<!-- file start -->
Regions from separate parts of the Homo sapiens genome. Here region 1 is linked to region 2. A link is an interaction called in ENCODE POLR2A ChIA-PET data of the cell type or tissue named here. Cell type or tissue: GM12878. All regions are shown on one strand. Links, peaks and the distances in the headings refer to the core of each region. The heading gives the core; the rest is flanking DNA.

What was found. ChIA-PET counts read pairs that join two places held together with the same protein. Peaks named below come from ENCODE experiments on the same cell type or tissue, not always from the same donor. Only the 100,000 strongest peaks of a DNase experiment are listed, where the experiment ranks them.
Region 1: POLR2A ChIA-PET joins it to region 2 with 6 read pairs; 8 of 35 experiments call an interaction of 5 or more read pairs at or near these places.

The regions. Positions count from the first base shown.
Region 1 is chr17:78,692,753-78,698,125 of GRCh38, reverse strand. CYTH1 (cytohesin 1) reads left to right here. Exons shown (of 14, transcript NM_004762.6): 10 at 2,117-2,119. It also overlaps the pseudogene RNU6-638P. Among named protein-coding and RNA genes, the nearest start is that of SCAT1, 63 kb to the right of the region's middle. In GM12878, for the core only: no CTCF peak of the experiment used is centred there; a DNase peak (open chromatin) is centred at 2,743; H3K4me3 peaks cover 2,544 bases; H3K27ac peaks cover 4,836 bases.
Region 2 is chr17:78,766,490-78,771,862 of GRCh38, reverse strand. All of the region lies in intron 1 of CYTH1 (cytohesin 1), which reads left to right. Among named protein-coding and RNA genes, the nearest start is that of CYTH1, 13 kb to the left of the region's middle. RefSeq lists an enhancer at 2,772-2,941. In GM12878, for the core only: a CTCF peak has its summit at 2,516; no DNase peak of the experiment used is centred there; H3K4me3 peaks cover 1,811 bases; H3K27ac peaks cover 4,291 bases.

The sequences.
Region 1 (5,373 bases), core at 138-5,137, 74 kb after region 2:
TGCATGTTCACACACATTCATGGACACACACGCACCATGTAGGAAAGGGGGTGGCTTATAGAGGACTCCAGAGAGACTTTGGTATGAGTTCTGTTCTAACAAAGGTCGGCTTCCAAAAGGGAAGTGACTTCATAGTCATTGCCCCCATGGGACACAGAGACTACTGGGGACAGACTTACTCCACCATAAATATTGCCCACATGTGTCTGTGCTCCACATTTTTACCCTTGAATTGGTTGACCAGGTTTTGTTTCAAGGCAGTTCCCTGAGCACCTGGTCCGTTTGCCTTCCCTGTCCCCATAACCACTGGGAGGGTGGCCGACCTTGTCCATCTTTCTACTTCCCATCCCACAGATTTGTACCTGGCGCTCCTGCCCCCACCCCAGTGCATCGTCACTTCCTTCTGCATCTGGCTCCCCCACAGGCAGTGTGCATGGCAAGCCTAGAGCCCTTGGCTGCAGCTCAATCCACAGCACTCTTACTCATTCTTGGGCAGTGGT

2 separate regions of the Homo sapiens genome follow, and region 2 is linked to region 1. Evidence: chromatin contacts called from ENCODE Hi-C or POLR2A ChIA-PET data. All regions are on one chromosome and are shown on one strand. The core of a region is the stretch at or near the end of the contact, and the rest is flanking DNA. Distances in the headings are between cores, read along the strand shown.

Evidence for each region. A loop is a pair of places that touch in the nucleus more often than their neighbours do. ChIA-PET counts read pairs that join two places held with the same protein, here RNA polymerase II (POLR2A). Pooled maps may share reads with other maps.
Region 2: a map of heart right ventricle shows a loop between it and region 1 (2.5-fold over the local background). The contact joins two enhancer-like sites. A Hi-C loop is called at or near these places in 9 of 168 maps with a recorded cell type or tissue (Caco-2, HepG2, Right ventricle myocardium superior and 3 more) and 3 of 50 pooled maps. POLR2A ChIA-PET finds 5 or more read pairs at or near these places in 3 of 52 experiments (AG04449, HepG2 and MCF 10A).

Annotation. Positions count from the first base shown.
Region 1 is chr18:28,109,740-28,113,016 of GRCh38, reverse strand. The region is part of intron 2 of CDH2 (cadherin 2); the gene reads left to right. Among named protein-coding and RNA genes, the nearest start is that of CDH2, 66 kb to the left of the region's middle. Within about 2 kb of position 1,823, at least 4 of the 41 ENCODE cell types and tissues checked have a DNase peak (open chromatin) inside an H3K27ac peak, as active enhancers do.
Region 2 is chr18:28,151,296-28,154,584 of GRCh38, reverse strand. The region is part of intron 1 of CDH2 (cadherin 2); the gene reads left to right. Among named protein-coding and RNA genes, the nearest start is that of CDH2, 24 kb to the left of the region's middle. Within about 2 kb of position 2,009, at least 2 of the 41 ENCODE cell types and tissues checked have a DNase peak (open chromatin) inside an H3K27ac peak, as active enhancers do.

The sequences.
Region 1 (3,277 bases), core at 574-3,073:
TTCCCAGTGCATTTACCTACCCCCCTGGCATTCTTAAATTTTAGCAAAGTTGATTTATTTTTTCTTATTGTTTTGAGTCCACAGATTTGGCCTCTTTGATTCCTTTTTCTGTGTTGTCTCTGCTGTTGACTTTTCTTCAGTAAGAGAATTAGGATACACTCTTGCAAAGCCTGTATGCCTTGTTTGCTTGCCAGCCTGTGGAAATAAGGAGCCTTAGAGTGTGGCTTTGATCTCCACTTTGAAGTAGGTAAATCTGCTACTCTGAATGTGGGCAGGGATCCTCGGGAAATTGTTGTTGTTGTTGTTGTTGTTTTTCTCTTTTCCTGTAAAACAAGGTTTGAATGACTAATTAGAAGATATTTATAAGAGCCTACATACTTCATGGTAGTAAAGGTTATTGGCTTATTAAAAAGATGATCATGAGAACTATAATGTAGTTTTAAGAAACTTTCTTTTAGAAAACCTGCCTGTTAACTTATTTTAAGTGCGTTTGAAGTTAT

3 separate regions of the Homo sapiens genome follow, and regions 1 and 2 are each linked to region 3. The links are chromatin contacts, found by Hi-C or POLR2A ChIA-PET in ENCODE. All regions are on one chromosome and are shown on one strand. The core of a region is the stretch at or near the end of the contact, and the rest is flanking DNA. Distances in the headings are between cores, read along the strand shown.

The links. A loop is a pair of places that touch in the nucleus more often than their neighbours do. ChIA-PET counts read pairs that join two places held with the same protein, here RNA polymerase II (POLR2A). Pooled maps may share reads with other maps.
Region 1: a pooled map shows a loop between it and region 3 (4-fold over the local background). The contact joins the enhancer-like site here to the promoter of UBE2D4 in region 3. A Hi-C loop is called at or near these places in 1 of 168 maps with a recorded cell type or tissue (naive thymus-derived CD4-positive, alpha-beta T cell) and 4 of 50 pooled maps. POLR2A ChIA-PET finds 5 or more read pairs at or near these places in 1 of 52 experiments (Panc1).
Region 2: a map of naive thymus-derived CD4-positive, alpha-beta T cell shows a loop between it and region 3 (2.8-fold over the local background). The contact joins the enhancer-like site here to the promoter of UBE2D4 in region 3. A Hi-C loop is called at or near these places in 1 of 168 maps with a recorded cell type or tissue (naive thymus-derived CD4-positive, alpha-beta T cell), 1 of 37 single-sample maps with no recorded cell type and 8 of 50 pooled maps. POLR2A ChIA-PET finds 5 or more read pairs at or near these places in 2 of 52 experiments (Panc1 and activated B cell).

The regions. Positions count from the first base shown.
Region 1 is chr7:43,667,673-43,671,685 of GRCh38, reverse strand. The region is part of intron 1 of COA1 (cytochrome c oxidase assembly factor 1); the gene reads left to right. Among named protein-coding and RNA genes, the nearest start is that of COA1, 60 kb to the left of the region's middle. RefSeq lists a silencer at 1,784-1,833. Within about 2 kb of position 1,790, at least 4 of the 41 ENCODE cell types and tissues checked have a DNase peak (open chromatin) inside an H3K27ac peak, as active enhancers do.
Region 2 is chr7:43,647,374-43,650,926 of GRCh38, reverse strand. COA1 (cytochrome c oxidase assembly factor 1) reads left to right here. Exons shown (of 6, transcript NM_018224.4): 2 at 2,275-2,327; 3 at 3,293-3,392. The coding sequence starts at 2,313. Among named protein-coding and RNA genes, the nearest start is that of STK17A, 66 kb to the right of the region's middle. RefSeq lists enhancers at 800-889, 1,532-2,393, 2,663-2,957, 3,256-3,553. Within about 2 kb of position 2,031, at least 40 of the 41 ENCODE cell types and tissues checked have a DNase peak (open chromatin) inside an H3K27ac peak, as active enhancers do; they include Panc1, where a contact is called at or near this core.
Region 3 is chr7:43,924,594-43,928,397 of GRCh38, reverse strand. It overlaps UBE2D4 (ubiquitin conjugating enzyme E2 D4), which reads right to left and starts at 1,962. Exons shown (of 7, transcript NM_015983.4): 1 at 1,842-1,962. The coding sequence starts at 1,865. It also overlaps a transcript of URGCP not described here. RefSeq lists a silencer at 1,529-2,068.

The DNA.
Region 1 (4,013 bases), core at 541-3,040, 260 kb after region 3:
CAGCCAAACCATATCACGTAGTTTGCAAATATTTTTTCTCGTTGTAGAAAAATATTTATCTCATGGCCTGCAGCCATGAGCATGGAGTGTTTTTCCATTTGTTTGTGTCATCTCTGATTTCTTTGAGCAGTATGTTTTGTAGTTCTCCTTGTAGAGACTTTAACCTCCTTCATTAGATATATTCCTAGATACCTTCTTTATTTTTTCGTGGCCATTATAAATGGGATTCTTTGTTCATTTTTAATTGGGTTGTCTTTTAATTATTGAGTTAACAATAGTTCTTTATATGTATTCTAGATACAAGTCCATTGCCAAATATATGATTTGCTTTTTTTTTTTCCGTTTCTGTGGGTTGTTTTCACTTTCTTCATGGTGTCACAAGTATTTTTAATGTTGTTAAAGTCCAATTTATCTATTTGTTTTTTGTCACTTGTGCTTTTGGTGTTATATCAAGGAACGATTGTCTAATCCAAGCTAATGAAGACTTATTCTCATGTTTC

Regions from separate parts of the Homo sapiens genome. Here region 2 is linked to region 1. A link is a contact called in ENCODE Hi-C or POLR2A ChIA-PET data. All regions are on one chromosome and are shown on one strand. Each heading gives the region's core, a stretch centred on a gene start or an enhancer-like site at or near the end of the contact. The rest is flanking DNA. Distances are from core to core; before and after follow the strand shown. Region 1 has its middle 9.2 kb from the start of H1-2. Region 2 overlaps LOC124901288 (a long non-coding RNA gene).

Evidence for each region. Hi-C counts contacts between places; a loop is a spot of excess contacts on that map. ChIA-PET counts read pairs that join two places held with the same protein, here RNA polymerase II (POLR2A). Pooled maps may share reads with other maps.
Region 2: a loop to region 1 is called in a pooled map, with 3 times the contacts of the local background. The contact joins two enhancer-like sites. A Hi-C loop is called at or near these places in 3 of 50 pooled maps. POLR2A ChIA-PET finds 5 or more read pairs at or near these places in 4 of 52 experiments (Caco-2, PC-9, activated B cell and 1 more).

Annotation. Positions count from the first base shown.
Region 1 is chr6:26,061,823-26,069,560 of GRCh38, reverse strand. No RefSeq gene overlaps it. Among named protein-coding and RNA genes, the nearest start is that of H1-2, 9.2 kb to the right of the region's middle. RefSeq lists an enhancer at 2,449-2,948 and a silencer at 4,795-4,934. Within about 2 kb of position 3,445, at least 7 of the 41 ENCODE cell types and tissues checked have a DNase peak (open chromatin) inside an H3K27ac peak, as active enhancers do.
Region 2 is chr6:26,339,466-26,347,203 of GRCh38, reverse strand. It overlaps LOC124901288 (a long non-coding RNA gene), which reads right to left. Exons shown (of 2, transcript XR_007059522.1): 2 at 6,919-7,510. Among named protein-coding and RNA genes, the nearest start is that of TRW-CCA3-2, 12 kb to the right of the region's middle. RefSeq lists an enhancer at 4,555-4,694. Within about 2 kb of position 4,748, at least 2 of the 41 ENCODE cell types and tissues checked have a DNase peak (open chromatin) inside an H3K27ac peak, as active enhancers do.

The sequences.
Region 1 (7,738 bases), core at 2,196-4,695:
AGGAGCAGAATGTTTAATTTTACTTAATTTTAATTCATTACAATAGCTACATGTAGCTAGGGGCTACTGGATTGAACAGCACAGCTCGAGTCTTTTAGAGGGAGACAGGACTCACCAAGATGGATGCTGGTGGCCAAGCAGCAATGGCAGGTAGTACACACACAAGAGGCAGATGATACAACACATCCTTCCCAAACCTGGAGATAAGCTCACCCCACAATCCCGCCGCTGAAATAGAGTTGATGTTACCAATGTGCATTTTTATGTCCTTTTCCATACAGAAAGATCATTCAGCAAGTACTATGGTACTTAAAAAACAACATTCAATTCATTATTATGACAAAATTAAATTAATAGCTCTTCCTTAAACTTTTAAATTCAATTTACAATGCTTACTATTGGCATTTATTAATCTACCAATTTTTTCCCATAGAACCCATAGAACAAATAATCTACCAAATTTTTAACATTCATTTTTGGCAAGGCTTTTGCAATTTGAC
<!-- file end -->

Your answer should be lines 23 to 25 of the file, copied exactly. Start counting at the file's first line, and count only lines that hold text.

The regions. Positions count from the first base shown.
Region 1 is chr7:43,667,673-43,671,685 of GRCh38, reverse strand. The region is part of intron 1 of COA1 (cytochrome c oxidase assembly factor 1); the gene reads left to right. Among named protein-coding and RNA genes, the nearest start is that of COA1, 60 kb to the left of the region's middle. RefSeq lists a silencer at 1,784-1,833. Within about 2 kb of position 1,790, at least 4 of the 41 ENCODE cell types and tissues checked have a DNase peak (open chromatin) inside an H3K27ac peak, as active enhancers do.
Region 2 is chr7:43,647,374-43,650,926 of GRCh38, reverse strand. COA1 (cytochrome c oxidase assembly factor 1) reads left to right here. Exons shown (of 6, transcript NM_018224.4): 2 at 2,275-2,327; 3 at 3,293-3,392. The coding sequence starts at 2,313. Among named protein-coding and RNA genes, the nearest start is that of STK17A, 66 kb to the right of the region's middle. RefSeq lists enhancers at 800-889, 1,532-2,393, 2,663-2,957, 3,256-3,553. Within about 2 kb of position 2,031, at least 40 of the 41 ENCODE cell types and tissues checked have a DNase peak (open chromatin) inside an H3K27ac peak, as active enhancers do; they include Panc1, where a contact is called at or near this core.